“This Time, I’m Gone for Good”: Does the Labor Market Have Long COVID?

Last Friday, Federal Reserve Chairman Jerome Powell spoke at a Bank of International Settlements conference. He said, “I do think it’s time to taper, I don’t think it’s time to raise rates.”

On the rationale for tapering, he acknowledged that inflationary supply chain pressures are likely to persist longer than expected, but said that inflation pressures are likely to abate next year (commentary earlier this year was for the end of 2021 easing of “transitory” inflation).

On the rationale for not raising rates, Powell pointed to the five million fewer workers in the labor force compared to pre-pandemic as the reason that the Fed should not be raising rates soon (Chart 1). He said, “We think we can be patient and allow the labor market to heal.”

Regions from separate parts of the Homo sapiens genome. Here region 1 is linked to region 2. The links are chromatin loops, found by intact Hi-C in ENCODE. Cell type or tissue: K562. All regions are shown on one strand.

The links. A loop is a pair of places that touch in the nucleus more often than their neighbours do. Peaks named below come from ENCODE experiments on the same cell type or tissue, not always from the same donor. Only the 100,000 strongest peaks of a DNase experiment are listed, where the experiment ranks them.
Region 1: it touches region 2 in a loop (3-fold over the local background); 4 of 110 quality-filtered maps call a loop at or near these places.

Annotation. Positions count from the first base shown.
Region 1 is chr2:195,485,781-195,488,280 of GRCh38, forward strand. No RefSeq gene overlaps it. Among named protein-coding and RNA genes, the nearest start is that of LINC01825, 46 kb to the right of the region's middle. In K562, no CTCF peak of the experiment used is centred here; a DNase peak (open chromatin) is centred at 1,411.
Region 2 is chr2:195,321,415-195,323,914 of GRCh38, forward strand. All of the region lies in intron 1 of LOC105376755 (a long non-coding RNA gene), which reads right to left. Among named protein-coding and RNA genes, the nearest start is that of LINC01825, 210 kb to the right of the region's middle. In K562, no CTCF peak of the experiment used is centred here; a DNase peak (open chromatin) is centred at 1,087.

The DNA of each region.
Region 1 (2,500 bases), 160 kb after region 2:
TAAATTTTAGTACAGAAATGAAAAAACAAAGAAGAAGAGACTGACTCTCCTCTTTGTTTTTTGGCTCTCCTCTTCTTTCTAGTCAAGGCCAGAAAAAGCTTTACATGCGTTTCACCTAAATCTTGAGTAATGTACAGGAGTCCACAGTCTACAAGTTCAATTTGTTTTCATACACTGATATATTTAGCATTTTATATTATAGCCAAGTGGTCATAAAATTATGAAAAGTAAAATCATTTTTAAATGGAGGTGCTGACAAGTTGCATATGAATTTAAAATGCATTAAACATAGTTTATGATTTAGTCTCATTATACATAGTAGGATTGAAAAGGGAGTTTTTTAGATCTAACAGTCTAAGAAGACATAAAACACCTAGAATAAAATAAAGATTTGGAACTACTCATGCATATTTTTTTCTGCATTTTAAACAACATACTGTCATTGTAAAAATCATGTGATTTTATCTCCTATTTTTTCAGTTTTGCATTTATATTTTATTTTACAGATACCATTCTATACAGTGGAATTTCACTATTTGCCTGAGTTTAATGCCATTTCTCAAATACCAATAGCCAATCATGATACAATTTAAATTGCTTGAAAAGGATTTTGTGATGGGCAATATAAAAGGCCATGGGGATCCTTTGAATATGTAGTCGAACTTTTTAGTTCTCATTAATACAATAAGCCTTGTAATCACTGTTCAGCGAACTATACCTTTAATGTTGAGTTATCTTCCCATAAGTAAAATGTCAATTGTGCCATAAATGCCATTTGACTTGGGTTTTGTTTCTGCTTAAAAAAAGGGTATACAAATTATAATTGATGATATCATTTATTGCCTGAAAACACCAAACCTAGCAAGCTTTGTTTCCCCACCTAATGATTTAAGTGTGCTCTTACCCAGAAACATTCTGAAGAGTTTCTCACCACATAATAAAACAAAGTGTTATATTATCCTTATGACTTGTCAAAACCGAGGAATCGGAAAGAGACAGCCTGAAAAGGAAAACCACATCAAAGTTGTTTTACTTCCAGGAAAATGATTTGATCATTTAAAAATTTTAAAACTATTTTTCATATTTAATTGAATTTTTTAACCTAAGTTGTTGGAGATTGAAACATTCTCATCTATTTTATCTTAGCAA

But does the market believe him on either point?

At the same time as Powell was trying again to break down signaling theory (we describe this in detail here), market-based inflation expectations were hitting a 20-year high (Chart 2) and the bond market was pricing in a greater probability of the fed funds rate increases.

As implied by futures pricing, the probability of three rate hikes by the end of 2022 has surged to 70% (Chart 3).

To achieve this pace of rate hikes in 2022, the Fed would first need to finish tapering. This means the Fed would need to follow Governor Waller’s prescription of tapering “early and fast,” a policy path that is far more hawkish than any of Fed Chair Powell’s and the other doves’ commentary.

Powell typing rate hikes to the reentrance of the five million fewer workers employed today versus pre-pandemic, while the market is already pricing in higher rates.

So does this mean the market expects these workers to come back quickly in order to satisfy the Fed’s employment target OR does the market think this target will be abandoned, with other pressures leading the Fed to raise rates?

The former is possible, but not likely given the pace of hikes priced in.